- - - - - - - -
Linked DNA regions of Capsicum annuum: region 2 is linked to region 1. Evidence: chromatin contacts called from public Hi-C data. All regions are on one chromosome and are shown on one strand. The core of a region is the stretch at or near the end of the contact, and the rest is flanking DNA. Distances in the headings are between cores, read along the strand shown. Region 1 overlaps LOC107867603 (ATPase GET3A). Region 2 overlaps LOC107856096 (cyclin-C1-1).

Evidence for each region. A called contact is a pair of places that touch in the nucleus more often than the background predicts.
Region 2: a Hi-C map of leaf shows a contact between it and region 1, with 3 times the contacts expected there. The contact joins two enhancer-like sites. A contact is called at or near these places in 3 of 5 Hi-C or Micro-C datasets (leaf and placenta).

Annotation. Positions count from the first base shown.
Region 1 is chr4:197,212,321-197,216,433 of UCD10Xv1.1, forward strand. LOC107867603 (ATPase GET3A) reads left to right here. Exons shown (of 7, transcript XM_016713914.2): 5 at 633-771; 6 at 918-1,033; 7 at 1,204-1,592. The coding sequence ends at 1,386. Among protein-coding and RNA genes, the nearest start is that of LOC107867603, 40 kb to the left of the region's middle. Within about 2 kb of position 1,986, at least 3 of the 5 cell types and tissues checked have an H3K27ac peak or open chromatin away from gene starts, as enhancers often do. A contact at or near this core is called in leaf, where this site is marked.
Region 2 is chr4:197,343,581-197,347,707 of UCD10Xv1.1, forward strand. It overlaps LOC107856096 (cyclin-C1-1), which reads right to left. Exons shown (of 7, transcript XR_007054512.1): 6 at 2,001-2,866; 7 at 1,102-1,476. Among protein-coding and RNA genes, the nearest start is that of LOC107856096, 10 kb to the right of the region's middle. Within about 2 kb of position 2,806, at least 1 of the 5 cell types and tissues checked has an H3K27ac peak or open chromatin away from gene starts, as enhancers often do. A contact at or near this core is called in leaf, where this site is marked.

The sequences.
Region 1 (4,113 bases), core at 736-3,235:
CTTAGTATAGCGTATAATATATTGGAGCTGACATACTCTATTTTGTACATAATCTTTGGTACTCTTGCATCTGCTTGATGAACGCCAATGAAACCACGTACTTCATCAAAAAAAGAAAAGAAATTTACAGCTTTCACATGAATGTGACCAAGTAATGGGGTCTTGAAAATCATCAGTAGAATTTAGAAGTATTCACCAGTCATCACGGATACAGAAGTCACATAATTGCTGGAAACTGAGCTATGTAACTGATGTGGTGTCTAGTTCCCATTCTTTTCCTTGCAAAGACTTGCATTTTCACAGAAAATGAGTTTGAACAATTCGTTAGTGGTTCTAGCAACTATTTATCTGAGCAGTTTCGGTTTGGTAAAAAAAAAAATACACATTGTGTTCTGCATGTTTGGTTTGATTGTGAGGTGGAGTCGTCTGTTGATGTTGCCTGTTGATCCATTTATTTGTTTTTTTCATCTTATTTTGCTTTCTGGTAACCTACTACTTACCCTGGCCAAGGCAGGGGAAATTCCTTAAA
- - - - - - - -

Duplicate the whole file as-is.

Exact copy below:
Linked DNA regions of Capsicum annuum: region 2 is linked to region 1. Evidence: chromatin contacts called from public Hi-C data. All regions are on one chromosome and are shown on one strand. The core of a region is the stretch at or near the end of the contact, and the rest is flanking DNA. Distances in the headings are between cores, read along the strand shown. Region 1 overlaps LOC107867603 (ATPase GET3A). Region 2 overlaps LOC107856096 (cyclin-C1-1).

Evidence for each region. A called contact is a pair of places that touch in the nucleus more often than the background predicts.
Region 2: a Hi-C map of leaf shows a contact between it and region 1, with 3 times the contacts expected there. The contact joins two enhancer-like sites. A contact is called at or near these places in 3 of 5 Hi-C or Micro-C datasets (leaf and placenta).

Annotation. Positions count from the first base shown.
Region 1 is chr4:197,212,321-197,216,433 of UCD10Xv1.1, forward strand. LOC107867603 (ATPase GET3A) reads left to right here. Exons shown (of 7, transcript XM_016713914.2): 5 at 633-771; 6 at 918-1,033; 7 at 1,204-1,592. The coding sequence ends at 1,386. Among protein-coding and RNA genes, the nearest start is that of LOC107867603, 40 kb to the left of the region's middle. Within about 2 kb of position 1,986, at least 3 of the 5 cell types and tissues checked have an H3K27ac peak or open chromatin away from gene starts, as enhancers often do. A contact at or near this core is called in leaf, where this site is marked.
Region 2 is chr4:197,343,581-197,347,707 of UCD10Xv1.1, forward strand. It overlaps LOC107856096 (cyclin-C1-1), which reads right to left. Exons shown (of 7, transcript XR_007054512.1): 6 at 2,001-2,866; 7 at 1,102-1,476. Among protein-coding and RNA genes, the nearest start is that of LOC107856096, 10 kb to the right of the region's middle. Within about 2 kb of position 2,806, at least 1 of the 5 cell types and tissues checked has an H3K27ac peak or open chromatin away from gene starts, as enhancers often do. A contact at or near this core is called in leaf, where this site is marked.

The sequences.
Region 1 (4,113 bases), core at 736-3,235:
CTTAGTATAGCGTATAATATATTGGAGCTGACATACTCTATTTTGTACATAATCTTTGGTACTCTTGCATCTGCTTGATGAACGCCAATGAAACCACGTACTTCATCAAAAAAAGAAAAGAAATTTACAGCTTTCACATGAATGTGACCAAGTAATGGGGTCTTGAAAATCATCAGTAGAATTTAGAAGTATTCACCAGTCATCACGGATACAGAAGTCACATAATTGCTGGAAACTGAGCTATGTAACTGATGTGGTGTCTAGTTCCCATTCTTTTCCTTGCAAAGACTTGCATTTTCACAGAAAATGAGTTTGAACAATTCGTTAGTGGTTCTAGCAACTATTTATCTGAGCAGTTTCGGTTTGGTAAAAAAAAAAATACACATTGTGTTCTGCATGTTTGGTTTGATTGTGAGGTGGAGTCGTCTGTTGATGTTGCCTGTTGATCCATTTATTTGTTTTTTTCATCTTATTTTGCTTTCTGGTAACCTACTACTTACCCTGGCCAAGGCAGGGGAAATTCCTTAAA